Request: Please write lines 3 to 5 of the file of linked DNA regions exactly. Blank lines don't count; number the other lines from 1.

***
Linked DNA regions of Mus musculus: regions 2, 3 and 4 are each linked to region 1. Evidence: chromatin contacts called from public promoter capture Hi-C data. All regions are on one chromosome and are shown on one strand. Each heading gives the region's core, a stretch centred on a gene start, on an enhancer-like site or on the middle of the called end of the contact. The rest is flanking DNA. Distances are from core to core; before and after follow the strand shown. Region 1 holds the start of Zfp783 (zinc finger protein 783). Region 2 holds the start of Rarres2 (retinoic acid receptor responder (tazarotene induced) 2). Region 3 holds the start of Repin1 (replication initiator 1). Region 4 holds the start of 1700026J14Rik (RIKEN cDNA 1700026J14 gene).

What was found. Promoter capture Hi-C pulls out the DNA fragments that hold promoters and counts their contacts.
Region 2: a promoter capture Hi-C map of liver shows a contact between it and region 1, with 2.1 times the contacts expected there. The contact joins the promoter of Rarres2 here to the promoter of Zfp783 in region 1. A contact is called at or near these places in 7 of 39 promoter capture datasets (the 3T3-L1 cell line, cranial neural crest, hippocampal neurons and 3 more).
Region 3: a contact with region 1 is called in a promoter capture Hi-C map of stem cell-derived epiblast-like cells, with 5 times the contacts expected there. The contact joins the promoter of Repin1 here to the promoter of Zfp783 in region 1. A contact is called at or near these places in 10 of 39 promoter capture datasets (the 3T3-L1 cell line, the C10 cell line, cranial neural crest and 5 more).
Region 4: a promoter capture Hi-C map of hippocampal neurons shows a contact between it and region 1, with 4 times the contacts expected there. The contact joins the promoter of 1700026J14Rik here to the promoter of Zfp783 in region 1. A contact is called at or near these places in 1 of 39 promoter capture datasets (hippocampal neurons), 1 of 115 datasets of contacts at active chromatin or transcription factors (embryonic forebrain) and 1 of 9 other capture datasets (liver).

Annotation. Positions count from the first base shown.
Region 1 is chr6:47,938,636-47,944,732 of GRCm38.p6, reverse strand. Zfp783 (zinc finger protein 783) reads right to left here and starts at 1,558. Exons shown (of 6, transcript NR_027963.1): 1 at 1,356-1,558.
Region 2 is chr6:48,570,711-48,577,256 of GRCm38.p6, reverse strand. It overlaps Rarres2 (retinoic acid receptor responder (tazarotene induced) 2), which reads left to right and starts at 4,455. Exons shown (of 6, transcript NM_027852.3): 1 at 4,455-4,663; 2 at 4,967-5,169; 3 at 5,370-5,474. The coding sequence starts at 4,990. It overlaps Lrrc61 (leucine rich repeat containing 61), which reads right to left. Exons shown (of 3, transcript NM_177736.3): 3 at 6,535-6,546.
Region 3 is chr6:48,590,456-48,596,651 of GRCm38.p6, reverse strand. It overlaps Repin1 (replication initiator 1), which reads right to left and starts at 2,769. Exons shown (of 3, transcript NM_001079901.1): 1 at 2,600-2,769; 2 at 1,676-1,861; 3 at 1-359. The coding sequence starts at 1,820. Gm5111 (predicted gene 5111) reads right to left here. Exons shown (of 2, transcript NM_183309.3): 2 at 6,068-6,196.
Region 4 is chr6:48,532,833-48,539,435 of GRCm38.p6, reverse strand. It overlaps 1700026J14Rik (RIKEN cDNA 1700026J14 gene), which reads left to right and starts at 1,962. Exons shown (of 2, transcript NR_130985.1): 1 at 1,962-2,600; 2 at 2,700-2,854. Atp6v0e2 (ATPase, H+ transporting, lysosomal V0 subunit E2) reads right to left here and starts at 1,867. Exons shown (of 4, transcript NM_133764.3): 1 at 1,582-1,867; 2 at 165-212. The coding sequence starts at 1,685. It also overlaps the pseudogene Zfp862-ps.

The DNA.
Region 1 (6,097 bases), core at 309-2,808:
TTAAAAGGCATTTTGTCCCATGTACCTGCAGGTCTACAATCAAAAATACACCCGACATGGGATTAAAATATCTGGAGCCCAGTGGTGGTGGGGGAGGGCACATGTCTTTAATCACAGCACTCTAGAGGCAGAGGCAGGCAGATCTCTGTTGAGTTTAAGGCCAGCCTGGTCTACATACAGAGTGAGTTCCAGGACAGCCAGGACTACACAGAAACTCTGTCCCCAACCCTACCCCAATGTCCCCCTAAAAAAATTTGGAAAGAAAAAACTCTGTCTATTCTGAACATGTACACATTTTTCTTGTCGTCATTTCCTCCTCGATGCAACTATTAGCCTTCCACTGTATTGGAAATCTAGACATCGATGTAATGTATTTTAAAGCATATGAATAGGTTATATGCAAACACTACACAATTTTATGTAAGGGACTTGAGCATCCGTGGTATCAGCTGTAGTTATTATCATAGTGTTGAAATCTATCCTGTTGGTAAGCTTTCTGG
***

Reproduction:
Region 2: a promoter capture Hi-C map of liver shows a contact between it and region 1, with 2.1 times the contacts expected there. The contact joins the promoter of Rarres2 here to the promoter of Zfp783 in region 1. A contact is called at or near these places in 7 of 39 promoter capture datasets (the 3T3-L1 cell line, cranial neural crest, hippocampal neurons and 3 more).
Region 3: a contact with region 1 is called in a promoter capture Hi-C map of stem cell-derived epiblast-like cells, with 5 times the contacts expected there. The contact joins the promoter of Repin1 here to the promoter of Zfp783 in region 1. A contact is called at or near these places in 10 of 39 promoter capture datasets (the 3T3-L1 cell line, the C10 cell line, cranial neural crest and 5 more).
Region 4: a promoter capture Hi-C map of hippocampal neurons shows a contact between it and region 1, with 4 times the contacts expected there. The contact joins the promoter of 1700026J14Rik here to the promoter of Zfp783 in region 1. A contact is called at or near these places in 1 of 39 promoter capture datasets (hippocampal neurons), 1 of 115 datasets of contacts at active chromatin or transcription factors (embryonic forebrain) and 1 of 9 other capture datasets (liver).